Tag Archive | Tsetse fly

Tsetse Flies – Steve’s 2-cents

It’s sooooo easy for my dearest wife Carolyn to barely mention the tsetse flies. Easy when you have a piece of bait along to attract the flies away from you, my dearest Carolyn!!!

I’m not an Africa expert, but apparently, with the wilds of African wildlife come the flies. But the two parts are important: wilds AND African wildlife. Less wild areas have tsetse fly control, so you can go to less wild areas and not put up with the flies. If there is wildlife and true wilderness, there will likely be tsetse flies. But apparently the flies around wildlife seldom carry sleeping sickness. It’s the flies around cattle that carry the sickness.

Sickness or not, the tsetse flies were a big problem that impacted the pleasure of my trip. If I stepped out of Rover mid-day I was swarmed with literally a hundred big biting flies. My legs were covered with scabs. The itch was really incredible, especially in the middle of the night. Little worked to dissuade the flies other than to travel with the windows rolled up, air conditioner on, and avoid being out of the car other than morning and nights. Long pants and long sleeves helped, but I’m a shorts and flip-flops kinda guy.

Thirty percent DEET did nothing. I think 100-percent DEET did work but as some will know, 100-percent DEET is disgusting and literally melts paint, plastic, and some clothing.

We heard rumor that the Australians had a product that worked. If anyone knows of it, please post or email.

In retrospect: Tsetse flies were never in towns or rural areas. Flies were the worst, by far, in Kafue. Less near rivers. Flies were bad in the woods, less in the open (bad everywhere, except near rivers, in Kafue). They are attracted to black and blue and movement. When we drove along, scores of flies would be attracted to Rover and they would lay in ambush for us to step out.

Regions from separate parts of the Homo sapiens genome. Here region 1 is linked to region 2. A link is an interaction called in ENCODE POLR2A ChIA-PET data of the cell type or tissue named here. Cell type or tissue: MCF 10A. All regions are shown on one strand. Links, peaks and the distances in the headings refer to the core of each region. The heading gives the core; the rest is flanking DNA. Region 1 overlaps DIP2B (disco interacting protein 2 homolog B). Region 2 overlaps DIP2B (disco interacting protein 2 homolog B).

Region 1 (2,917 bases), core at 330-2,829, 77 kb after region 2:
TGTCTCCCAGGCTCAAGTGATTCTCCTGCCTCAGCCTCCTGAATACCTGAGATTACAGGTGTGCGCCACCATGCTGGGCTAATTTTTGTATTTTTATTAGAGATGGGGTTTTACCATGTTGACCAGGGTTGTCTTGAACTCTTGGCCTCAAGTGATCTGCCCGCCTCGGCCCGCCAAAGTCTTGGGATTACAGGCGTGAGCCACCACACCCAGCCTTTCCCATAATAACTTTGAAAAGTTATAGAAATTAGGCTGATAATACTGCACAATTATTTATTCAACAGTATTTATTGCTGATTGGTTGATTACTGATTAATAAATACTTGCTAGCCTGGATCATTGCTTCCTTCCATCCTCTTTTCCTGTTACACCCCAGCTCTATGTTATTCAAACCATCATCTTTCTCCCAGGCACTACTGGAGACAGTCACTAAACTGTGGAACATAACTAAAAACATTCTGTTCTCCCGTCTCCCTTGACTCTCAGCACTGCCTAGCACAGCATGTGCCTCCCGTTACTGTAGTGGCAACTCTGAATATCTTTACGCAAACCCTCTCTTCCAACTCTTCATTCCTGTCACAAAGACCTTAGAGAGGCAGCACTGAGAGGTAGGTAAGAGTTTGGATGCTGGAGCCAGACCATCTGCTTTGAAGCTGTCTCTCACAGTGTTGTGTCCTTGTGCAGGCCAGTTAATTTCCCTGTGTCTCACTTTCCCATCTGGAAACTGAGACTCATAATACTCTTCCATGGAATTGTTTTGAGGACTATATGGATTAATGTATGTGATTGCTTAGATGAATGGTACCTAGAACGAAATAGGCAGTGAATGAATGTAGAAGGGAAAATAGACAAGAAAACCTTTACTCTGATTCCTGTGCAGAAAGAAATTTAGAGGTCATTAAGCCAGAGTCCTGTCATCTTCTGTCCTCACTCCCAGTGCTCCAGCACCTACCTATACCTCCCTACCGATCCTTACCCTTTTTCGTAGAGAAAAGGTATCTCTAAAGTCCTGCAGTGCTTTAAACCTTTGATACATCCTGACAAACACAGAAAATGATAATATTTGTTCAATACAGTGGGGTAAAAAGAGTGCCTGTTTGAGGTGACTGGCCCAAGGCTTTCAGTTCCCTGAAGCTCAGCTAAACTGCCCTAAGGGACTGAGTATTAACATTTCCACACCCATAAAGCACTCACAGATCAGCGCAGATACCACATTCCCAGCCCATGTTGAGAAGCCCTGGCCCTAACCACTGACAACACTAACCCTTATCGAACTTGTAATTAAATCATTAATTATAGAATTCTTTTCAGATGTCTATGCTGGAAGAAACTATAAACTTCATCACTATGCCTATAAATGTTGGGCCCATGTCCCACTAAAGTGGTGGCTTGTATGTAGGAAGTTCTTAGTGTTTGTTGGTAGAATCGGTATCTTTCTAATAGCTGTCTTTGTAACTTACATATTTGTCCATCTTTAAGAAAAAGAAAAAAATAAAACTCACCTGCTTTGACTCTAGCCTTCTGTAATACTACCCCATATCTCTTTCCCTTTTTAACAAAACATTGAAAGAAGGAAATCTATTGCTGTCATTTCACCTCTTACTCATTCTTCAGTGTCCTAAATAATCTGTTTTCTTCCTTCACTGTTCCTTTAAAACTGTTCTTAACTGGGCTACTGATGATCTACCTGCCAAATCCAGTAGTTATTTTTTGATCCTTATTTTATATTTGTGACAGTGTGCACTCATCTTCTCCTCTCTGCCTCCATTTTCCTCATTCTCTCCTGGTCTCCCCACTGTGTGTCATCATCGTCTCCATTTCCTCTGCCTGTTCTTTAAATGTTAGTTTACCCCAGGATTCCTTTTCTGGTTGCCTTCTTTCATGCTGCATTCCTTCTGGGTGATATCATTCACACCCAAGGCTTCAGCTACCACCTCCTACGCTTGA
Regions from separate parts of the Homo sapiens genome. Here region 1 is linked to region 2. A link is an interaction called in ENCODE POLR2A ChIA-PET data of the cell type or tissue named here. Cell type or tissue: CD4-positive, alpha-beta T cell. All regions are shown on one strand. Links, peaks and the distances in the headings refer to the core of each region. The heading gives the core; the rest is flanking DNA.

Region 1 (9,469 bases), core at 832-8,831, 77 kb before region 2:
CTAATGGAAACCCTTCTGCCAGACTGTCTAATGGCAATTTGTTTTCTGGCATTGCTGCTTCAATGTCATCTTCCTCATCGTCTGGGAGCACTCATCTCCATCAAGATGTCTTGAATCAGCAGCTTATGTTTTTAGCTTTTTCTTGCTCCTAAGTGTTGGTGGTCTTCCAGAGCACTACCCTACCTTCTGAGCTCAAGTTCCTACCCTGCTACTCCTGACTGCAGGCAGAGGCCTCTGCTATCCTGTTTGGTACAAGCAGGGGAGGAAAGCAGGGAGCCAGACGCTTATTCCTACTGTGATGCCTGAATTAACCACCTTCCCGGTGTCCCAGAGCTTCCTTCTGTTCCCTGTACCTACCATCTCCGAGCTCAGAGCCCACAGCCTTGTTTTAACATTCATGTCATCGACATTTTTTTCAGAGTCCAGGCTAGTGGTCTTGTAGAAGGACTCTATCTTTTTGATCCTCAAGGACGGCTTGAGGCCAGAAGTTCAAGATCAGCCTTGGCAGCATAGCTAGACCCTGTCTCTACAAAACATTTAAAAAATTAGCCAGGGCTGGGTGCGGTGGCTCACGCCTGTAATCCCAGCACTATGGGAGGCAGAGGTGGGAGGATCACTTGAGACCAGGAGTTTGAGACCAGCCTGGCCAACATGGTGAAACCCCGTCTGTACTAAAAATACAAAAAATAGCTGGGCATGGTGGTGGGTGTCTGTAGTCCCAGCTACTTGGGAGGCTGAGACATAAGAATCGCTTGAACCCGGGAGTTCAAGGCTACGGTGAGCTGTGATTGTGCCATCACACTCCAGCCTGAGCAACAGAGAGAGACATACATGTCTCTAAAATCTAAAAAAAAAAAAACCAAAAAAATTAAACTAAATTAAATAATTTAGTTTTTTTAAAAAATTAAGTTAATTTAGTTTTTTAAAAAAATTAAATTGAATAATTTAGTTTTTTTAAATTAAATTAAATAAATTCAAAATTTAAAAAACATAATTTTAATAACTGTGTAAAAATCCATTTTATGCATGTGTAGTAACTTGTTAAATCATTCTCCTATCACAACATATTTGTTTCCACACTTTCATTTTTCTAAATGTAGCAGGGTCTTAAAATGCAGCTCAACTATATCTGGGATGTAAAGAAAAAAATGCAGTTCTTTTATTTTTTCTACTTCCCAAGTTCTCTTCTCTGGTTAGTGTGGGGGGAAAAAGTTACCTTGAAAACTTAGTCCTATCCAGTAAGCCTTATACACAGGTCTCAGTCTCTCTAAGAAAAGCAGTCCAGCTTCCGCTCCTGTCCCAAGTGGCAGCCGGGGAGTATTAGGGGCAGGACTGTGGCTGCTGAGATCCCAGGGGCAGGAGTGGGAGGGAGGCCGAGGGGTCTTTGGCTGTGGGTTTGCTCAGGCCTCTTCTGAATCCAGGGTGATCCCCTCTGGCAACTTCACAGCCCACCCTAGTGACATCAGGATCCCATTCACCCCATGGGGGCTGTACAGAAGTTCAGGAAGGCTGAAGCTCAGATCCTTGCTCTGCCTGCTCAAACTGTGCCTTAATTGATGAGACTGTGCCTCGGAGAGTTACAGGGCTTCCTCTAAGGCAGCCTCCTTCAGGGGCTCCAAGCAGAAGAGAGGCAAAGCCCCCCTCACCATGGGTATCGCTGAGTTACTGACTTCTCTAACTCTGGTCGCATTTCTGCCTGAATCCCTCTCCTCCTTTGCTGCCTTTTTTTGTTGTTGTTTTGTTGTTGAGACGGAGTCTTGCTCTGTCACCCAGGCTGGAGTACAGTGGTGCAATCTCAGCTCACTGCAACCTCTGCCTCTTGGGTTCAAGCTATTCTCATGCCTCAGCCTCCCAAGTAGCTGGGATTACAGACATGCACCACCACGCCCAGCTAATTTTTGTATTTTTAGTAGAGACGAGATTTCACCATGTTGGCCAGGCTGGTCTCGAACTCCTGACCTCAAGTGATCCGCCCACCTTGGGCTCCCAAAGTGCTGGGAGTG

So the dilemma is: Do you want the WILDS of AFRICAN WILDLIFE, complete with tsetse flies, or do you want the more civilized areas?

If it is any guide to how much the flies will bother you, mosquitoes are also attracted to me, and not to my dear wife Carolyn, who brings me along as BAIT to keep the bugs off her!

River Peace

As we approached Kaingu, we came upon the camp’s tsetse fly control stop. The 3-step directions were posted on a pole with a small lidded wooden box fastened to the pole. Step 1: Stop your vehicle and turn off the engine. Step 2: Wait 5 minutes. Step 3: Spray your vehicle with the can of Doom, located inside the wooden box. I’m not sure that we waited the whole 5 minutes – we were anxious to get out of the hot car and kill tsetse flies!

Just a little further down the track, we reached the main building at Kaingu Lodge. Here we had decided to stay in the lodge expecting that we might be ready for safari camp service, showers, drinks and bed. A demur woman with twinkly eyes greeted us when we arrived, inviting us to relax and have a drink. Anticipating our arrival, the cook had set aside cold plates with empanadas (or whatever they are called in Zambia). We knew that the Heinnekens would not be at the camp during our stay. But, we didn’t realize that we would be the only guests for the next two nights, which meant we got the full attention and care of the staff.

A sloping walkway from the dining area leads to a spacious deck overlooking the Kafue River. It was lovely to just sit and watch the river flow by. Vervet monkeys kept their eyes on us, or rather, our stuff, and a bush buck grazed on the lawn. The quiet was a welcome change from the rattling rover ride.

Soon, our host Egbert arrived. A young Dutch man, he was quite energetic, and clearly happy to be working at Kaingu. We were shown to our chalet – no camping for the next two days – also overlooking the river. After washing off the road dust and filling up the laundry basket, we relaxed on our chalet deck as the river floated by.